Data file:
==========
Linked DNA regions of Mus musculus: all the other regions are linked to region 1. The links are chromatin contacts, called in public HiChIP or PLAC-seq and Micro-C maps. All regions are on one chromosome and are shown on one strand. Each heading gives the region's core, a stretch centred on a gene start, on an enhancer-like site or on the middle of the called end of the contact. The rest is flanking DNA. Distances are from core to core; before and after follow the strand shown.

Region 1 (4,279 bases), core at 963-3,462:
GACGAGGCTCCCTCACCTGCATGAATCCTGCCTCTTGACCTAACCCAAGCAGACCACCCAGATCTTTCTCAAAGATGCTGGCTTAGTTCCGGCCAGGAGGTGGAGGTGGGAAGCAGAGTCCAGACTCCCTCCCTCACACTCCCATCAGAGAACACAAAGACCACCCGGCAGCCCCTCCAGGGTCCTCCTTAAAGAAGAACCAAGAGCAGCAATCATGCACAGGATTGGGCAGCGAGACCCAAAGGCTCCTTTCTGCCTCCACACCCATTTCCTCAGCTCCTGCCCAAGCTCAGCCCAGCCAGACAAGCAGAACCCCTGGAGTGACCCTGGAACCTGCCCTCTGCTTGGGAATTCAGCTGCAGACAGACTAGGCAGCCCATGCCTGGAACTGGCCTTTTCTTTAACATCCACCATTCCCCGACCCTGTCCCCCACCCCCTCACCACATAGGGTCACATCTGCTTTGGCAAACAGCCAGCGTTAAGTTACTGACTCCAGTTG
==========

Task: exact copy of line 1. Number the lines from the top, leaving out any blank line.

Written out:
Linked DNA regions of Mus musculus: all the other regions are linked to region 1. The links are chromatin contacts, called in public HiChIP or PLAC-seq and Micro-C maps. All regions are on one chromosome and are shown on one strand. Each heading gives the region's core, a stretch centred on a gene start, on an enhancer-like site or on the middle of the called end of the contact. The rest is flanking DNA. Distances are from core to core; before and after follow the strand shown.